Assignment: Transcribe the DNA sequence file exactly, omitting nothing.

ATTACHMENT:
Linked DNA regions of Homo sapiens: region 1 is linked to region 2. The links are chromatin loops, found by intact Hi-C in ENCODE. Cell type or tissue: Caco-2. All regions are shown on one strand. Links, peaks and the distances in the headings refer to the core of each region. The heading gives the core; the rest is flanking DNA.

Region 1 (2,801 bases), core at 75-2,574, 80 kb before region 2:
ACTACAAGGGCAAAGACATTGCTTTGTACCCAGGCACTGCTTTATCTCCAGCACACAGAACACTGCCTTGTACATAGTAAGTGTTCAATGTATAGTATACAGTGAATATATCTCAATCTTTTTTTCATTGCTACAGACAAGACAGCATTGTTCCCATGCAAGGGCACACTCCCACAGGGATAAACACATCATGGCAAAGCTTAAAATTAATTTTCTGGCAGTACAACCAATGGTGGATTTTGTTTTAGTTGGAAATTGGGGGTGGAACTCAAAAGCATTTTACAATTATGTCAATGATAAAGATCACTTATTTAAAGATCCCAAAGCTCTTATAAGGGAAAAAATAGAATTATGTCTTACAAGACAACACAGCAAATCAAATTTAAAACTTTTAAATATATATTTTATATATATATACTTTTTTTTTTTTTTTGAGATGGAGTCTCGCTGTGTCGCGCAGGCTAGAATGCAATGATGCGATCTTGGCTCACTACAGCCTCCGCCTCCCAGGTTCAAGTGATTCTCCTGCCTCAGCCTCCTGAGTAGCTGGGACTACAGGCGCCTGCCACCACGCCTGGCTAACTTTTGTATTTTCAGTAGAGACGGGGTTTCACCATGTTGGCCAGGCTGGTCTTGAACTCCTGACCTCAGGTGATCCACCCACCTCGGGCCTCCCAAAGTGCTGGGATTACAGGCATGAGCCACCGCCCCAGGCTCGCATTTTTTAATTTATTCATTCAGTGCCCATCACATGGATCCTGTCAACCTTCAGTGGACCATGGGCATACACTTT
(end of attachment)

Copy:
Linked DNA regions of Homo sapiens: region 1 is linked to region 2. The links are chromatin loops, found by intact Hi-C in ENCODE. Cell type or tissue: Caco-2. All regions are shown on one strand. Links, peaks and the distances in the headings refer to the core of each region. The heading gives the core; the rest is flanking DNA.

Region 1 (2,801 bases), core at 75-2,574, 80 kb before region 2:
ACTACAAGGGCAAAGACATTGCTTTGTACCCAGGCACTGCTTTATCTCCAGCACACAGAACACTGCCTTGTACATAGTAAGTGTTCAATGTATAGTATACAGTGAATATATCTCAATCTTTTTTTCATTGCTACAGACAAGACAGCATTGTTCCCATGCAAGGGCACACTCCCACAGGGATAAACACATCATGGCAAAGCTTAAAATTAATTTTCTGGCAGTACAACCAATGGTGGATTTTGTTTTAGTTGGAAATTGGGGGTGGAACTCAAAAGCATTTTACAATTATGTCAATGATAAAGATCACTTATTTAAAGATCCCAAAGCTCTTATAAGGGAAAAAATAGAATTATGTCTTACAAGACAACACAGCAAATCAAATTTAAAACTTTTAAATATATATTTTATATATATATACTTTTTTTTTTTTTTTGAGATGGAGTCTCGCTGTGTCGCGCAGGCTAGAATGCAATGATGCGATCTTGGCTCACTACAGCCTCCGCCTCCCAGGTTCAAGTGATTCTCCTGCCTCAGCCTCCTGAGTAGCTGGGACTACAGGCGCCTGCCACCACGCCTGGCTAACTTTTGTATTTTCAGTAGAGACGGGGTTTCACCATGTTGGCCAGGCTGGTCTTGAACTCCTGACCTCAGGTGATCCACCCACCTCGGGCCTCCCAAAGTGCTGGGATTACAGGCATGAGCCACCGCCCCAGGCTCGCATTTTTTAATTTATTCATTCAGTGCCCATCACATGGATCCTGTCAACCTTCAGTGGACCATGGGCATACACTTT